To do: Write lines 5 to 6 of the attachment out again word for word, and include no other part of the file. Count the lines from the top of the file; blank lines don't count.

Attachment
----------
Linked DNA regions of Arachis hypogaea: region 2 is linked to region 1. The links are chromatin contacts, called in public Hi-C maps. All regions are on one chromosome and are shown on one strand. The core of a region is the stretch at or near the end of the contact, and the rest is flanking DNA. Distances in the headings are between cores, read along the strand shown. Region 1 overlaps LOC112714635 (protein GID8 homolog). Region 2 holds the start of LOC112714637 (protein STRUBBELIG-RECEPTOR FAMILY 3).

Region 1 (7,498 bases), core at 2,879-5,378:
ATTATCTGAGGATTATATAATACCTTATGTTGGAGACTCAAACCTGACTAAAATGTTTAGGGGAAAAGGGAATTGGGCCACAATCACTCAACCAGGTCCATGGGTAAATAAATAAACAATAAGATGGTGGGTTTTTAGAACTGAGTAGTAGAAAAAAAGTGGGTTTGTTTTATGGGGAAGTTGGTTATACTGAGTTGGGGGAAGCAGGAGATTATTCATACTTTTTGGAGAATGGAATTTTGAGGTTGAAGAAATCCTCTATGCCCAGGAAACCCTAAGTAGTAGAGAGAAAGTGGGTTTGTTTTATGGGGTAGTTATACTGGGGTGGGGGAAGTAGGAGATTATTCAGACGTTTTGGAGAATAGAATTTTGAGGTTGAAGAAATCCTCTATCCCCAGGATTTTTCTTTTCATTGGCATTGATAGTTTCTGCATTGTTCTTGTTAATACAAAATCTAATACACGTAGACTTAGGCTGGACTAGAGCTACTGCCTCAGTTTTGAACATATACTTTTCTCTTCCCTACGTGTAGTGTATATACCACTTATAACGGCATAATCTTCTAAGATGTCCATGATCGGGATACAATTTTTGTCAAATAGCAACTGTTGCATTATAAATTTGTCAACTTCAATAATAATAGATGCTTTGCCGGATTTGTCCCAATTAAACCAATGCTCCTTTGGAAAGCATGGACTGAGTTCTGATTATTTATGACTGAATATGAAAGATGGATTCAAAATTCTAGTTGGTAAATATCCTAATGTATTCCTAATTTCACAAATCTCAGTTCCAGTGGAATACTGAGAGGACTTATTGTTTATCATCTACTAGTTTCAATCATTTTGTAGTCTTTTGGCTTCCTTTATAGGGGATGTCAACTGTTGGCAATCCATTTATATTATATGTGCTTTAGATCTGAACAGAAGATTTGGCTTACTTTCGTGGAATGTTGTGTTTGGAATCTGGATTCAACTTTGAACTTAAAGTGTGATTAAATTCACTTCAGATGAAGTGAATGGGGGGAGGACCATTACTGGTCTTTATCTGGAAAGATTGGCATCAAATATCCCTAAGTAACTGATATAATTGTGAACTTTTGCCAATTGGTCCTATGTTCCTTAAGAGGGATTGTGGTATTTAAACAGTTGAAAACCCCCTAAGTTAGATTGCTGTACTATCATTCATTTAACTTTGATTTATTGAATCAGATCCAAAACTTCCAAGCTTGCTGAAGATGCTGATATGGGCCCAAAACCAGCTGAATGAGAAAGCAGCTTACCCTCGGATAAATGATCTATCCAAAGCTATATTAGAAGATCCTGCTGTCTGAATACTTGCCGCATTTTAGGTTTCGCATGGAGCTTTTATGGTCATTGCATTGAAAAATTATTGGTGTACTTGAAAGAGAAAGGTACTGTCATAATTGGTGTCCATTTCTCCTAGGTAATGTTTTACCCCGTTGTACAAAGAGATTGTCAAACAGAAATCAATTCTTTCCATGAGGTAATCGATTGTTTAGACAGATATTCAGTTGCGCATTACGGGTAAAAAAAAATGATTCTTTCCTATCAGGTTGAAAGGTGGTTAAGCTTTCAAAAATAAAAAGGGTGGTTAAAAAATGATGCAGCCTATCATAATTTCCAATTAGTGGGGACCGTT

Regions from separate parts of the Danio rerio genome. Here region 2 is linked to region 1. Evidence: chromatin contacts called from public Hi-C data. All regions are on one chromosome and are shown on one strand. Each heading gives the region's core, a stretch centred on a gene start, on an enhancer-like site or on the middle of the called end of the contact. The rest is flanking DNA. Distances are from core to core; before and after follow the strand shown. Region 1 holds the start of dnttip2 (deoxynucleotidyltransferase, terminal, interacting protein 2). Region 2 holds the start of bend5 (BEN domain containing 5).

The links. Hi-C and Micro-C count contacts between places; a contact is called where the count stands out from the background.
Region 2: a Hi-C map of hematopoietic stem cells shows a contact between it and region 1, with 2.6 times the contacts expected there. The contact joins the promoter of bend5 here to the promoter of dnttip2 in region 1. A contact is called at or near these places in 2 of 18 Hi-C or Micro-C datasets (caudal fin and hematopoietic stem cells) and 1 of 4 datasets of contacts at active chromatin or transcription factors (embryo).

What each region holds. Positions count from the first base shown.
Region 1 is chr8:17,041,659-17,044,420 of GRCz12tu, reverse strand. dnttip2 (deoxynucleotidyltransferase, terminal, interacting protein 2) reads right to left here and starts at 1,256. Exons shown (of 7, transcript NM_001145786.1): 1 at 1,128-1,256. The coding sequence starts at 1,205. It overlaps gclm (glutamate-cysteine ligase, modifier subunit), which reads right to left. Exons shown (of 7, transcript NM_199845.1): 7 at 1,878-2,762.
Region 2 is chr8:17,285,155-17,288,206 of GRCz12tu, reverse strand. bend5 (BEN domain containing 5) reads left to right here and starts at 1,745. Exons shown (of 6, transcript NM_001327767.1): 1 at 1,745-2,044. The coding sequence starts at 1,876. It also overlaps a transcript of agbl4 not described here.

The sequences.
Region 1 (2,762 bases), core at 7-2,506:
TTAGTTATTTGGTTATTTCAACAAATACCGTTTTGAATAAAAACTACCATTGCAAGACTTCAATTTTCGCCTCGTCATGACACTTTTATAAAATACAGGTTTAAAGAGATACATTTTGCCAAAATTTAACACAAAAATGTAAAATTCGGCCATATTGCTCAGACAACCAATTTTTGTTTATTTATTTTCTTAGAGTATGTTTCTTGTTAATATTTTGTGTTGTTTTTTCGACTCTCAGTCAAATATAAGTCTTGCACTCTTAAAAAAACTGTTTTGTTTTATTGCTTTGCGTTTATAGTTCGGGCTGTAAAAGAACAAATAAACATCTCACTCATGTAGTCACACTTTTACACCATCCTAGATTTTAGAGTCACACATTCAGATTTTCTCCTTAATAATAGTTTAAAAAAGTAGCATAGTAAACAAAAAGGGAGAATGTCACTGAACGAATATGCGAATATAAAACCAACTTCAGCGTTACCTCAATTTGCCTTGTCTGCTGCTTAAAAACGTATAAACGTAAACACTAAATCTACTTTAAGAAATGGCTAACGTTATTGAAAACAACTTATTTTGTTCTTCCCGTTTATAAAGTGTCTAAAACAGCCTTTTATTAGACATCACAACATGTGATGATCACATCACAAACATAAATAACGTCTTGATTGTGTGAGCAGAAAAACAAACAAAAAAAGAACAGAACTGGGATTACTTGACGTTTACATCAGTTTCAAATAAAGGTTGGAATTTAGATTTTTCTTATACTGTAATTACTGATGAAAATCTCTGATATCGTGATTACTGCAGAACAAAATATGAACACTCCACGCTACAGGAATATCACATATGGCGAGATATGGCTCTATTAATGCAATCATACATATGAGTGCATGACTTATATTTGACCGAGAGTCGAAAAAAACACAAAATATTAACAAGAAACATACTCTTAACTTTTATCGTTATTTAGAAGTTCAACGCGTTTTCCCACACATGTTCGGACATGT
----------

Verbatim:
The links. Hi-C and Micro-C count contacts between places; a contact is called where the count stands out from the background.
Region 2: a Hi-C map of hematopoietic stem cells shows a contact between it and region 1, with 2.6 times the contacts expected there. The contact joins the promoter of bend5 here to the promoter of dnttip2 in region 1. A contact is called at or near these places in 2 of 18 Hi-C or Micro-C datasets (caudal fin and hematopoietic stem cells) and 1 of 4 datasets of contacts at active chromatin or transcription factors (embryo).